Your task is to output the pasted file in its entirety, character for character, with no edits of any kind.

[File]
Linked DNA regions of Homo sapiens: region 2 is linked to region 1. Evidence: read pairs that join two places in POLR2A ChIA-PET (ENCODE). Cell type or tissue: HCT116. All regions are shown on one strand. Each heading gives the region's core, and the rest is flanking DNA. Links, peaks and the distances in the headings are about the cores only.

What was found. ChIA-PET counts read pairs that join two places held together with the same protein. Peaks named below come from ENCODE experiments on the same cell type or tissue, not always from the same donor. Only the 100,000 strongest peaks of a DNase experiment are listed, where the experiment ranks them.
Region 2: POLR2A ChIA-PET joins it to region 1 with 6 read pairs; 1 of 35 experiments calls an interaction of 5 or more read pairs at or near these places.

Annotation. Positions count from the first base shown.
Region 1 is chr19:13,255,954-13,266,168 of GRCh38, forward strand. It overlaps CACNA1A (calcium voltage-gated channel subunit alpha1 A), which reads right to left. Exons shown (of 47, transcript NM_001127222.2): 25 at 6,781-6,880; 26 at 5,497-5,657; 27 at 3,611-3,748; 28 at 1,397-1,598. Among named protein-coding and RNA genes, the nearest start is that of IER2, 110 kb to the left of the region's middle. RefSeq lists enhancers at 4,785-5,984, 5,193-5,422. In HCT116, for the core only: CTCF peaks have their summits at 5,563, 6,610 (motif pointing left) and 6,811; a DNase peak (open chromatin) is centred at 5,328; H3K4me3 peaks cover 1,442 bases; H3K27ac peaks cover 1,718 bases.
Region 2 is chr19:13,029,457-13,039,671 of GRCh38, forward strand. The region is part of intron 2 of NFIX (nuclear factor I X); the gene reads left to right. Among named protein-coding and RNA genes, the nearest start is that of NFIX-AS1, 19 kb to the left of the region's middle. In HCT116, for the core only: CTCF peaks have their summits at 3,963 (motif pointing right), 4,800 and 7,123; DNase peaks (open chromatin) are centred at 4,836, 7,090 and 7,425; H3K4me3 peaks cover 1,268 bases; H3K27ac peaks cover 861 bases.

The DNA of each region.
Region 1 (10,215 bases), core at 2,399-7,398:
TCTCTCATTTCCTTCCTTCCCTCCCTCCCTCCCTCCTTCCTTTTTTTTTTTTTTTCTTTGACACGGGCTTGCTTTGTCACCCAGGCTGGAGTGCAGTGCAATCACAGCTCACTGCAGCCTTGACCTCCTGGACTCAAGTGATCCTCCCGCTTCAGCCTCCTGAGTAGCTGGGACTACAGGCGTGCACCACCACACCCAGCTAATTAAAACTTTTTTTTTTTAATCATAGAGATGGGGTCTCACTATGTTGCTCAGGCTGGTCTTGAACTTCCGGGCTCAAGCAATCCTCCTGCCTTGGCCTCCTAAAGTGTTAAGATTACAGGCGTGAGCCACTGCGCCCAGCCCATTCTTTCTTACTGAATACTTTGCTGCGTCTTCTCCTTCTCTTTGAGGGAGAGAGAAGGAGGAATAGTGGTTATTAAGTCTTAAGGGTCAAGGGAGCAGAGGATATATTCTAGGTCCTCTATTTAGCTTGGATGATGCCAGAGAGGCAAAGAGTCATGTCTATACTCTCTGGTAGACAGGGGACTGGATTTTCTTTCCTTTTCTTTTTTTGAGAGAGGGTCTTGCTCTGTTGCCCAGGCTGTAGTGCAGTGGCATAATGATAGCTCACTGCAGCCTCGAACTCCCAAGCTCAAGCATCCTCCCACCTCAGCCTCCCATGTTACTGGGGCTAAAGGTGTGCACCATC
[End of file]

Linked DNA regions of Homo sapiens: region 2 is linked to region 1. Evidence: read pairs that join two places in POLR2A ChIA-PET (ENCODE). Cell type or tissue: HCT116. All regions are shown on one strand. Each heading gives the region's core, and the rest is flanking DNA. Links, peaks and the distances in the headings are about the cores only.

What was found. ChIA-PET counts read pairs that join two places held together with the same protein. Peaks named below come from ENCODE experiments on the same cell type or tissue, not always from the same donor. Only the 100,000 strongest peaks of a DNase experiment are listed, where the experiment ranks them.
Region 2: POLR2A ChIA-PET joins it to region 1 with 6 read pairs; 1 of 35 experiments calls an interaction of 5 or more read pairs at or near these places.

Annotation. Positions count from the first base shown.
Region 1 is chr19:13,255,954-13,266,168 of GRCh38, forward strand. It overlaps CACNA1A (calcium voltage-gated channel subunit alpha1 A), which reads right to left. Exons shown (of 47, transcript NM_001127222.2): 25 at 6,781-6,880; 26 at 5,497-5,657; 27 at 3,611-3,748; 28 at 1,397-1,598. Among named protein-coding and RNA genes, the nearest start is that of IER2, 110 kb to the left of the region's middle. RefSeq lists enhancers at 4,785-5,984, 5,193-5,422. In HCT116, for the core only: CTCF peaks have their summits at 5,563, 6,610 (motif pointing left) and 6,811; a DNase peak (open chromatin) is centred at 5,328; H3K4me3 peaks cover 1,442 bases; H3K27ac peaks cover 1,718 bases.
Region 2 is chr19:13,029,457-13,039,671 of GRCh38, forward strand. The region is part of intron 2 of NFIX (nuclear factor I X); the gene reads left to right. Among named protein-coding and RNA genes, the nearest start is that of NFIX-AS1, 19 kb to the left of the region's middle. In HCT116, for the core only: CTCF peaks have their summits at 3,963 (motif pointing right), 4,800 and 7,123; DNase peaks (open chromatin) are centred at 4,836, 7,090 and 7,425; H3K4me3 peaks cover 1,268 bases; H3K27ac peaks cover 861 bases.

The DNA of each region.
Region 1 (10,215 bases), core at 2,399-7,398:
TCTCTCATTTCCTTCCTTCCCTCCCTCCCTCCCTCCTTCCTTTTTTTTTTTTTTTCTTTGACACGGGCTTGCTTTGTCACCCAGGCTGGAGTGCAGTGCAATCACAGCTCACTGCAGCCTTGACCTCCTGGACTCAAGTGATCCTCCCGCTTCAGCCTCCTGAGTAGCTGGGACTACAGGCGTGCACCACCACACCCAGCTAATTAAAACTTTTTTTTTTTAATCATAGAGATGGGGTCTCACTATGTTGCTCAGGCTGGTCTTGAACTTCCGGGCTCAAGCAATCCTCCTGCCTTGGCCTCCTAAAGTGTTAAGATTACAGGCGTGAGCCACTGCGCCCAGCCCATTCTTTCTTACTGAATACTTTGCTGCGTCTTCTCCTTCTCTTTGAGGGAGAGAGAAGGAGGAATAGTGGTTATTAAGTCTTAAGGGTCAAGGGAGCAGAGGATATATTCTAGGTCCTCTATTTAGCTTGGATGATGCCAGAGAGGCAAAGAGTCATGTCTATACTCTCTGGTAGACAGGGGACTGGATTTTCTTTCCTTTTCTTTTTTTGAGAGAGGGTCTTGCTCTGTTGCCCAGGCTGTAGTGCAGTGGCATAATGATAGCTCACTGCAGCCTCGAACTCCCAAGCTCAAGCATCCTCCCACCTCAGCCTCCCATGTTACTGGGGCTAAAGGTGTGCACCATC